Thursday, May 31, 2012


Herald Exports Hunter Jobs

Help join the fight to save our community newspaper.

When: This Saturday 2nd  June 2012
Where: Civic Park, Newcastle
Time: 1 PM

Hamfisted interference by distant and ill-informed corporate executives in the running of a perfectly good and very profitable business is not only unwelcome but potentially destructive to the product and brand.

The Newcastle Herald is a 150 year old institution with deep roots in this city.

If it was losing money, or in danger of losing money, then momentous changes might be justifiable.

But that's not the case here.

Fairfax is proposing to export Novocastrian jobs when there is no compelling business case to do so.

Newcastle Herald management and journalists have been working hand in glove for the past several months to develop a strategy for transition on-line. This was orderly, rational and would have maintained the integrity of the print product while growing the new on-line service.

This move by Fairfax Limited is a slap in the face to the team of people who handled the move to tabloid without a hiccup and who have always been ready to adapt to shifting goalposts in the marketplace.

Asking a group of people at a profitable and successful business to spend countless hours on a new online strategy, only to pull the rug out at the last minute and tell them their jobs are forfeit is an insult, as well as being bad and unwise management.

Moving the production of Newcastle's main source of daily news to New Zealand looks like a panic move in response to the company's depressed share price.

If so, it's a foolish knee-jerk move that will have grave repercussions for Newcastle and for what has been a marvellous business for more than 150 years.

Tuesday, May 29, 2012

Newcastle Herald to be outsourced to New Zealand

Over 150 years of quality journalism in Newcastle will soon come to an end under a proposal by the Newcastle Herald's parent company Fairfax Media Limited.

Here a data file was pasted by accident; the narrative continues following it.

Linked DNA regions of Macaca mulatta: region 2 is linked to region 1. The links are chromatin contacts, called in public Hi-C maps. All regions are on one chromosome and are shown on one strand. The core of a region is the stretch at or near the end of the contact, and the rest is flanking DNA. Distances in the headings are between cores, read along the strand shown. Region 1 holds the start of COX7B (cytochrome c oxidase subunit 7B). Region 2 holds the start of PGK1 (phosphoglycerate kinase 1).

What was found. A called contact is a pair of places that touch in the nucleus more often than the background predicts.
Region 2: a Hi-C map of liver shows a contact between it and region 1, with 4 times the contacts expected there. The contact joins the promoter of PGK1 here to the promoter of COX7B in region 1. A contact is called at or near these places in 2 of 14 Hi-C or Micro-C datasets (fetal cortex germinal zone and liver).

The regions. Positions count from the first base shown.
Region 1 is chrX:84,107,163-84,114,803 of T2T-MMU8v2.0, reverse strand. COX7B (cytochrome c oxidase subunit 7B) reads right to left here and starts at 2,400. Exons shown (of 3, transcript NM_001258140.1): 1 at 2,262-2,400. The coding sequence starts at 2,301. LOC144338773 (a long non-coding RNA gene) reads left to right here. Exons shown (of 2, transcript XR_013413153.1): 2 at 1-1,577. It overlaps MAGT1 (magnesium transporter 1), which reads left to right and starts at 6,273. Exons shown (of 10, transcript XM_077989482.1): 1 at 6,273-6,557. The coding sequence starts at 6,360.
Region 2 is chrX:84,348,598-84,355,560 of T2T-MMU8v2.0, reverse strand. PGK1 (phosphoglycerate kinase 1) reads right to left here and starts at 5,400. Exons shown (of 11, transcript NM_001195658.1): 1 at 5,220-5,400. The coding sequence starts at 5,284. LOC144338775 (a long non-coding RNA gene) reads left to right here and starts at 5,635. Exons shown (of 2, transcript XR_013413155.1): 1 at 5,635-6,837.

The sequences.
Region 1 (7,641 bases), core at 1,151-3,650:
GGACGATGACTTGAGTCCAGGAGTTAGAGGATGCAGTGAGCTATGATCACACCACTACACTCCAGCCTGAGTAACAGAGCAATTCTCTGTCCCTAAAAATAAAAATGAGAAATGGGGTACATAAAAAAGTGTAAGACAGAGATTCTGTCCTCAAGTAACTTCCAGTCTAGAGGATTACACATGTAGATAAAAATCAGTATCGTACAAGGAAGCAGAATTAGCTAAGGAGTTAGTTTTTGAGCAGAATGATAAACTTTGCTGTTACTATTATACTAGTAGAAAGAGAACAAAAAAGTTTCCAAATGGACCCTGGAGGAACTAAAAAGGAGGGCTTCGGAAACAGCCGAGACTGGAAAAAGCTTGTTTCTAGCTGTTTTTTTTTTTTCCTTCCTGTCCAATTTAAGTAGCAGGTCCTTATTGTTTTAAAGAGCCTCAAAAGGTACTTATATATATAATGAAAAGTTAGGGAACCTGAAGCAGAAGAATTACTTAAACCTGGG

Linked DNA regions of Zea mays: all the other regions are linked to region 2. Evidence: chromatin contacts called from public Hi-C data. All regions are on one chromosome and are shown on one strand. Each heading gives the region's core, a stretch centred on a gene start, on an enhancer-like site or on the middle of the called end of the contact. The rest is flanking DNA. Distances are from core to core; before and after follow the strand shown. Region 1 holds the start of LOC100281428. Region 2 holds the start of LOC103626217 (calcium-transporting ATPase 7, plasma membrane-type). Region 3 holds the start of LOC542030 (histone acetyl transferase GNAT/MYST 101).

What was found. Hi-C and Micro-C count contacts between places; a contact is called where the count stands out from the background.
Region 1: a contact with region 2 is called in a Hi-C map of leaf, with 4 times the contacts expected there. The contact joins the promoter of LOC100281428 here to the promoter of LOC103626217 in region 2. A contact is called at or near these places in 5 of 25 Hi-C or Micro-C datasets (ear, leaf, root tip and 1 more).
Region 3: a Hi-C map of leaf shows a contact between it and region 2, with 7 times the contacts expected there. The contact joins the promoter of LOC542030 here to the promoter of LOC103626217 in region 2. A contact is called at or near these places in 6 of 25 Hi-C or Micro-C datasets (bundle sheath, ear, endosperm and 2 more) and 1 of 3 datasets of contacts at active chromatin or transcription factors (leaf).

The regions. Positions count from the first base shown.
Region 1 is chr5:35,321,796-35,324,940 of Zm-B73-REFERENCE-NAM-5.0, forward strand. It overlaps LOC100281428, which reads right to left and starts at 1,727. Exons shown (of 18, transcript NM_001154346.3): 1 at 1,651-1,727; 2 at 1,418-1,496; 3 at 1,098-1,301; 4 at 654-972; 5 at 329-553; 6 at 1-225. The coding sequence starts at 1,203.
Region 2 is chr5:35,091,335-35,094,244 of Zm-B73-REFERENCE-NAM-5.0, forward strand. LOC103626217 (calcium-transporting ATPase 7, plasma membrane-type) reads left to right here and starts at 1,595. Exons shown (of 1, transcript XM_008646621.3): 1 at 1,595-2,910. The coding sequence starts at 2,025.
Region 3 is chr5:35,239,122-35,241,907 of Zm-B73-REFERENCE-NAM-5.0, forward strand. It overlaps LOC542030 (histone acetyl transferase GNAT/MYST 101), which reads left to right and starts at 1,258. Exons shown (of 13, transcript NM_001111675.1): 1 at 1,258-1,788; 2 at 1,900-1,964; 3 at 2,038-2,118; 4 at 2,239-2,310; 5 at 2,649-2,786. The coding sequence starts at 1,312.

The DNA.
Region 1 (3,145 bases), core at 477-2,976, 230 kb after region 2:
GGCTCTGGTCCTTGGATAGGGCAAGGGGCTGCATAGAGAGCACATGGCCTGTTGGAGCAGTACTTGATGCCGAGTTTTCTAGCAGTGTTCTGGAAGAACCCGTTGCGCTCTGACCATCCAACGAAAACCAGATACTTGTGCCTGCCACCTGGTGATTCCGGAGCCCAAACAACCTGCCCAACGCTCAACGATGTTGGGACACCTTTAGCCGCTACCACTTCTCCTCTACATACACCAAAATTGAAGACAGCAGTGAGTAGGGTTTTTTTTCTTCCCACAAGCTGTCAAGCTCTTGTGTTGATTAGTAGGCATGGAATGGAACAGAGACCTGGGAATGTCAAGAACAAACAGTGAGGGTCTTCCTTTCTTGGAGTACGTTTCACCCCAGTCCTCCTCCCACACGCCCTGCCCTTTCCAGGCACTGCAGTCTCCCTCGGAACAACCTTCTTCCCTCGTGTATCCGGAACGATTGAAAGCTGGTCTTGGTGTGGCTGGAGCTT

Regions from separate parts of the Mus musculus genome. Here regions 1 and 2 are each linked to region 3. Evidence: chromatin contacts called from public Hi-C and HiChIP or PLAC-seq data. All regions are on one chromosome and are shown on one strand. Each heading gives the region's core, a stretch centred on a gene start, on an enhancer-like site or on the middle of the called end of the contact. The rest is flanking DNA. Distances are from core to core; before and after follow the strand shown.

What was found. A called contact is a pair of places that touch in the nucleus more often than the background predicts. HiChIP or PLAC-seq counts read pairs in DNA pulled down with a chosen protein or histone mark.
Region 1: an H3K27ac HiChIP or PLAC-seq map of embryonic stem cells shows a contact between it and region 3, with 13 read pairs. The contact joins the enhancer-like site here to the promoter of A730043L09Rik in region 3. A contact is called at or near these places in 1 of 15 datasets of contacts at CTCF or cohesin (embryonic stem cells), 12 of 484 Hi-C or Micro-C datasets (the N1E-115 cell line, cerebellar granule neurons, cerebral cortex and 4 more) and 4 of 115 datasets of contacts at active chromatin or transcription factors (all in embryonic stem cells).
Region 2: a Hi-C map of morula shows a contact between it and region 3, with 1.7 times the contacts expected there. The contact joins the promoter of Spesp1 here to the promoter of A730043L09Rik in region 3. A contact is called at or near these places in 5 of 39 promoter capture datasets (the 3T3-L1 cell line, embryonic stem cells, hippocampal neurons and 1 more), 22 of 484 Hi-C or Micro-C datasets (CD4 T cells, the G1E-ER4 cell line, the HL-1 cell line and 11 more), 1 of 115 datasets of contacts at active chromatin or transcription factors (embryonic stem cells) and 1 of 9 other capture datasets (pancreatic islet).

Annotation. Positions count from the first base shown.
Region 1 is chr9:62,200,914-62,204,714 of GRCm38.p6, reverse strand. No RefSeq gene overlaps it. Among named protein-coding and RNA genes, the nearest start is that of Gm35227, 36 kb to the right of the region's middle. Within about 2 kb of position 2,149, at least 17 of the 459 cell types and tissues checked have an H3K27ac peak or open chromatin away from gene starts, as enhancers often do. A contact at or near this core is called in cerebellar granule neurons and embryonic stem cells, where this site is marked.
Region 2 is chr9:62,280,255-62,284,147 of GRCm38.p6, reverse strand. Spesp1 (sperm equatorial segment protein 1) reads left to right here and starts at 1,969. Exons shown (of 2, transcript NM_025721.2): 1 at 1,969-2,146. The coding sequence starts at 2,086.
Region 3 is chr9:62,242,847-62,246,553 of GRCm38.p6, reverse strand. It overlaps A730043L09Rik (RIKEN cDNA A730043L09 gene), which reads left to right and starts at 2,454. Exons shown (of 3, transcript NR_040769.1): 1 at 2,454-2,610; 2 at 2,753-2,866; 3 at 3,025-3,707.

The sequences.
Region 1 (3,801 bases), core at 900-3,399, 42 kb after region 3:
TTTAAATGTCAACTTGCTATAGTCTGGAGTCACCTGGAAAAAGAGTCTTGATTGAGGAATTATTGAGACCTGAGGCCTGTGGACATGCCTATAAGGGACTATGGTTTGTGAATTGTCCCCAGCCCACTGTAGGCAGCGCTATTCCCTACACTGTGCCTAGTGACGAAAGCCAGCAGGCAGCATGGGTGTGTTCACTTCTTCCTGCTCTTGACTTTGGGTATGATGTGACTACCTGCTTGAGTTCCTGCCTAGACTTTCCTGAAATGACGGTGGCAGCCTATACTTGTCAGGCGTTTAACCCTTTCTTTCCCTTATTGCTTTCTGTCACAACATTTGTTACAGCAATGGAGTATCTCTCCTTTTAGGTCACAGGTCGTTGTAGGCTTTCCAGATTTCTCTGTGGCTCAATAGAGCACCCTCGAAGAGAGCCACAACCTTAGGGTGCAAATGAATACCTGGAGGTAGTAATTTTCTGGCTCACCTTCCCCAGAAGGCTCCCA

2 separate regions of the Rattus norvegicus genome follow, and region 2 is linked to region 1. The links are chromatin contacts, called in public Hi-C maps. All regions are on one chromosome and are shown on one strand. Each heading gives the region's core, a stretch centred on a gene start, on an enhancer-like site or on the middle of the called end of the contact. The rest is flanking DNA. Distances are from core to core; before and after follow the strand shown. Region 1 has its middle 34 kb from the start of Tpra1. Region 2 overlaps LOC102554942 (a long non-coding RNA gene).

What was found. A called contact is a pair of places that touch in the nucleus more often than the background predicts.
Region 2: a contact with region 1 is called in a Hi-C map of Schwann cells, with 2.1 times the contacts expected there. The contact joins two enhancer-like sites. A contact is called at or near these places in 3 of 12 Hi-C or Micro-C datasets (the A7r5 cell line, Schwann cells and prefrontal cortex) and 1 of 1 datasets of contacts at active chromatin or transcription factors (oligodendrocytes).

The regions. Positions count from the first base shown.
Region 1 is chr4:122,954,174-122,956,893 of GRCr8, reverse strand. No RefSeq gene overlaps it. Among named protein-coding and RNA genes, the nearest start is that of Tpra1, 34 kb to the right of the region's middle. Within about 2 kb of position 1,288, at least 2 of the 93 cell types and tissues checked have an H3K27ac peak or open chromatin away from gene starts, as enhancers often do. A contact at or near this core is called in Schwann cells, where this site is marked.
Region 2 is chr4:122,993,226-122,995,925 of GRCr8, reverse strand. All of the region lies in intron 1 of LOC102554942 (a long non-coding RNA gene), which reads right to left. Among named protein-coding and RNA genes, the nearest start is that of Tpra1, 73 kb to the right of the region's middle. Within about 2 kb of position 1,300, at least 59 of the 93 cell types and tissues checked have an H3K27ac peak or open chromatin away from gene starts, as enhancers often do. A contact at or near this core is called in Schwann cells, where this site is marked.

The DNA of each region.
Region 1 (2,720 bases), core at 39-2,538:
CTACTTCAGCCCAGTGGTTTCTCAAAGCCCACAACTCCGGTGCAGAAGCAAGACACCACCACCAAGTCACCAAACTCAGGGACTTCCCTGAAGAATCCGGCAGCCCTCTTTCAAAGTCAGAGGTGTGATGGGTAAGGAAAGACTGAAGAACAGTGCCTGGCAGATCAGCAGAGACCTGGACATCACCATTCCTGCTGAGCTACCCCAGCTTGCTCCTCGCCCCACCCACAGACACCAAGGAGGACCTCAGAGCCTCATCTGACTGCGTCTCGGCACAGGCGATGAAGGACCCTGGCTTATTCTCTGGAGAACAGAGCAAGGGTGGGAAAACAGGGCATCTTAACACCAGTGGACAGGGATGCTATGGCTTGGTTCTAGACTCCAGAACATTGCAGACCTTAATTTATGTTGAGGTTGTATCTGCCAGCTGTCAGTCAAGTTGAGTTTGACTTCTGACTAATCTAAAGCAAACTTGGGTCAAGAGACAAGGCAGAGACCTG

In a communication to all Newcastle staff this afternoon Fairfax Limited CEO Greg Hywood, and Fairfax Regional CEO Allan G Browne announced proposed changes to the editorial production of the Illawarra Mercury and Newcastle Herald and the newspapers' weekly community papers.

It is proposed that editorial production for the titles be relocated to Fairfax Editorial Services (FES) in New Zealand.

Under the proposal, a total of around 66 full-time, part-time and casual positions, would no longer be required across the affected titles, representing around 45% of its current staff.

Consultations are currently underway with affected staff, with a call for voluntary redundancies.  If sufficient numbers do not come forward then compulsory redundancies will be required.

While the CEO's believe that no reporting or photographic positions are affected by the proposal, the local community might have a different view, as losing close to half your staff will certainly have an effect on the quality of local journalism.

The Newcastle Herald is a profitable title, so it beggars belief why such changes would be necessary.

"Fairfax Media is on a journey from a predominantly print business to a predominantly digital business," Fairfax Media chief executive Greg Hywood said.

The Newcastle Herald was formerly known as as The Newcastle Morning Herald and Miners Advocate, (which in turn was born from two early newspapers The Newcastle Chronicle and Hunter River District News (established in 1858) and The Miners Advocate and Northumberland Recorder (established in 1873).

The Newcastle Morning Herald and Miners Advocate began publication on the 3rd April 1876 under the visionary leadership of James Fletcher, who created the district's first daily newspaper. 

According to the late Dr John Turner, James Fletcher is arguably the father of the City of Newcastle who persuaded the many towns and mines, who were all competing with each other, to come together in the 1870s under an idea known as the Vend scheme, which combined the various mines and the miners, thus doubling the price of coal and wages overnight, thus creating Newcastle's most prosperous period. The instrument he used to unite the people of the various mining villages of the region was the Herald. The Herald became its united voice, and with that voice all the mining towns came to later form the Greater City of Newcastle.

The Newcastle Herald is interwoven into the history of Newcastle.

To have it out sourced to another country is unthinkable.

For more information have a look at this feature on Newcastle Journalism published back in 1966 to commemorate 108 years of journalism in Newcastle. Courtesy of the Cultural Collections of the University of Newcastle.

Read on click here: